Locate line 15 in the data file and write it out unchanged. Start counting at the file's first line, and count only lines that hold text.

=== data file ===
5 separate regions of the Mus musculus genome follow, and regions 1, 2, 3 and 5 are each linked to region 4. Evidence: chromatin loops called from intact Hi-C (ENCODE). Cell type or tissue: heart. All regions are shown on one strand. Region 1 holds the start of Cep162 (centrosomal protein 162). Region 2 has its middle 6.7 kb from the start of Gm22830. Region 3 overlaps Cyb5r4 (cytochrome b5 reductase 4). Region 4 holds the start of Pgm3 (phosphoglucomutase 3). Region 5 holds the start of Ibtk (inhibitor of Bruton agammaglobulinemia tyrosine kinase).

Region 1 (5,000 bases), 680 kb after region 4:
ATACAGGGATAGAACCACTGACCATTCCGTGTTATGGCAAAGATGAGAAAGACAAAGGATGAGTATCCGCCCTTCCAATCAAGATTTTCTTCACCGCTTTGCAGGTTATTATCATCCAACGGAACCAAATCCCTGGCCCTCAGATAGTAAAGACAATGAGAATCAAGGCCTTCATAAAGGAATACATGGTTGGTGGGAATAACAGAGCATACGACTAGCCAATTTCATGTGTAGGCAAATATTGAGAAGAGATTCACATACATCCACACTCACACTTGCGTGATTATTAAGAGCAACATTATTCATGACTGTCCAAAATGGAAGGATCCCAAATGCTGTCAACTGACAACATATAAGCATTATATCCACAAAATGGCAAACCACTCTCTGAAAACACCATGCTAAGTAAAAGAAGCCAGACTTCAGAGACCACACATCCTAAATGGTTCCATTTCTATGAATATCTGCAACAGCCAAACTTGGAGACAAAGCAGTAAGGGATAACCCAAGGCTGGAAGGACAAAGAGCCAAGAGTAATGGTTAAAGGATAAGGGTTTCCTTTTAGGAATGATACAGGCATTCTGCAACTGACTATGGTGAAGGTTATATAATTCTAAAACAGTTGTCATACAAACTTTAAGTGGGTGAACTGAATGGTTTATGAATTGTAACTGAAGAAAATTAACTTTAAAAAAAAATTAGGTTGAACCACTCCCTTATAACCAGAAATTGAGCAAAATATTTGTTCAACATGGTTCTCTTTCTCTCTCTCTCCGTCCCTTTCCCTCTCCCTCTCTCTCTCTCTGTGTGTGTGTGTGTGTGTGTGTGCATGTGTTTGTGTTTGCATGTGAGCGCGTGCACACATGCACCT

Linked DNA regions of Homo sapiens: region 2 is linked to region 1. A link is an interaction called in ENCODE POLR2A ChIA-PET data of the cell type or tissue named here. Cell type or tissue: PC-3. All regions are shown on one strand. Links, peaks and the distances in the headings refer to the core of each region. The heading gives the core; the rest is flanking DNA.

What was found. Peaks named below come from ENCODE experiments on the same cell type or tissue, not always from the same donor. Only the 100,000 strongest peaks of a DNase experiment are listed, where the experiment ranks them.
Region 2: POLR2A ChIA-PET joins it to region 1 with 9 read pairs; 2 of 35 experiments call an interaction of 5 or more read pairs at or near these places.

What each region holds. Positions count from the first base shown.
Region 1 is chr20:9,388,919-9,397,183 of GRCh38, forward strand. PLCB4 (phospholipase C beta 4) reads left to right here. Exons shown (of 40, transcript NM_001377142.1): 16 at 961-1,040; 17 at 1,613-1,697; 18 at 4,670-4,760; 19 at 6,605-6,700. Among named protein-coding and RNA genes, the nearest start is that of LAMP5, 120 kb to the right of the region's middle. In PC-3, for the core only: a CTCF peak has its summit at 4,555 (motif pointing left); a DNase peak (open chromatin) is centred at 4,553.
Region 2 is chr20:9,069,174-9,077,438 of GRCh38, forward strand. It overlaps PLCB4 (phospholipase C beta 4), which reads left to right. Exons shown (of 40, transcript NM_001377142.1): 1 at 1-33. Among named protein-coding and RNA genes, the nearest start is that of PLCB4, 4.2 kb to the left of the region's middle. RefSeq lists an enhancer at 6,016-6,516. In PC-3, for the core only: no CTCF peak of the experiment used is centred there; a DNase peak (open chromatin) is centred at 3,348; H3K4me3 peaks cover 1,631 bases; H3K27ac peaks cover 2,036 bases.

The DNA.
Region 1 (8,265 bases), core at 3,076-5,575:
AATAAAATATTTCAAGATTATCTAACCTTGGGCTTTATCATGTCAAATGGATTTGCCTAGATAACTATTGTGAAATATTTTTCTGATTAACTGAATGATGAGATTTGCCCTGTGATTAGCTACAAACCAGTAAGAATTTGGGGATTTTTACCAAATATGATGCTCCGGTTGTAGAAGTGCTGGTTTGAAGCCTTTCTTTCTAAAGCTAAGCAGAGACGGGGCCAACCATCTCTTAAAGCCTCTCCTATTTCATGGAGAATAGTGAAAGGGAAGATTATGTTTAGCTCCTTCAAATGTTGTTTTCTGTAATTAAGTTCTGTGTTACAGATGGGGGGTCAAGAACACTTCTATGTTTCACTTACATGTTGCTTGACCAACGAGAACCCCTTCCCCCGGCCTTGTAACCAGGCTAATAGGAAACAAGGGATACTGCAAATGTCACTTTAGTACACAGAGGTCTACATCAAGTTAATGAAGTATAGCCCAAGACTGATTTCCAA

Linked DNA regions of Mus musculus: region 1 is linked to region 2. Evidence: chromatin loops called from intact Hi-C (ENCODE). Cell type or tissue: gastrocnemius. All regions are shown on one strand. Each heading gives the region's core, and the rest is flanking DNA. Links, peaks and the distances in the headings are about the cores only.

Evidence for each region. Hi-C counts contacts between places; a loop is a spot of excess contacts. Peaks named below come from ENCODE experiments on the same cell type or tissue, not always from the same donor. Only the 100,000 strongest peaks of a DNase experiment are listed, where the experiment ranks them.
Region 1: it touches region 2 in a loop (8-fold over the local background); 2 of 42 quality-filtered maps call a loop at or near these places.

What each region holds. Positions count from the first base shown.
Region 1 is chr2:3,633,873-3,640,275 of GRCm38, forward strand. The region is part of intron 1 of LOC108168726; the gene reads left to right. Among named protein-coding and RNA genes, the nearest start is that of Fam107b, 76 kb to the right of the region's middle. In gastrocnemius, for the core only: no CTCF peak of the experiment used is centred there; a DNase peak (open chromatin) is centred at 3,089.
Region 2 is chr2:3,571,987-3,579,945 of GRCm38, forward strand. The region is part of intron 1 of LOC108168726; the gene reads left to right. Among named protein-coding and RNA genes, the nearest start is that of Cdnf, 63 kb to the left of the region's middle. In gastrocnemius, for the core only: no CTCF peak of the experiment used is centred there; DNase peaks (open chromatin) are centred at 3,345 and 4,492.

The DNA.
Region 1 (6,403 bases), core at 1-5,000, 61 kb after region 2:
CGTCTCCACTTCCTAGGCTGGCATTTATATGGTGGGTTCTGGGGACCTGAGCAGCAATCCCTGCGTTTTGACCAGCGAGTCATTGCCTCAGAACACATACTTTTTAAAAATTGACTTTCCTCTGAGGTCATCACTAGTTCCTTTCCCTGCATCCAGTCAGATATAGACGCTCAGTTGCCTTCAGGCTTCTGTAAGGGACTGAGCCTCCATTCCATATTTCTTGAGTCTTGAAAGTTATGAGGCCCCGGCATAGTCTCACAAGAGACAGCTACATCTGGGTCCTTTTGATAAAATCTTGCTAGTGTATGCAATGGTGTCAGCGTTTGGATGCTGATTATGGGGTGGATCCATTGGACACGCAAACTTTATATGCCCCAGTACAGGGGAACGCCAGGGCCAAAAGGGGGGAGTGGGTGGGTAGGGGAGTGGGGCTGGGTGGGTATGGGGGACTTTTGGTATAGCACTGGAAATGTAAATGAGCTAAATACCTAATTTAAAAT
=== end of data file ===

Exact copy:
Region 1: it touches region 2 in a loop (8-fold over the local background); 2 of 42 quality-filtered maps call a loop at or near these places.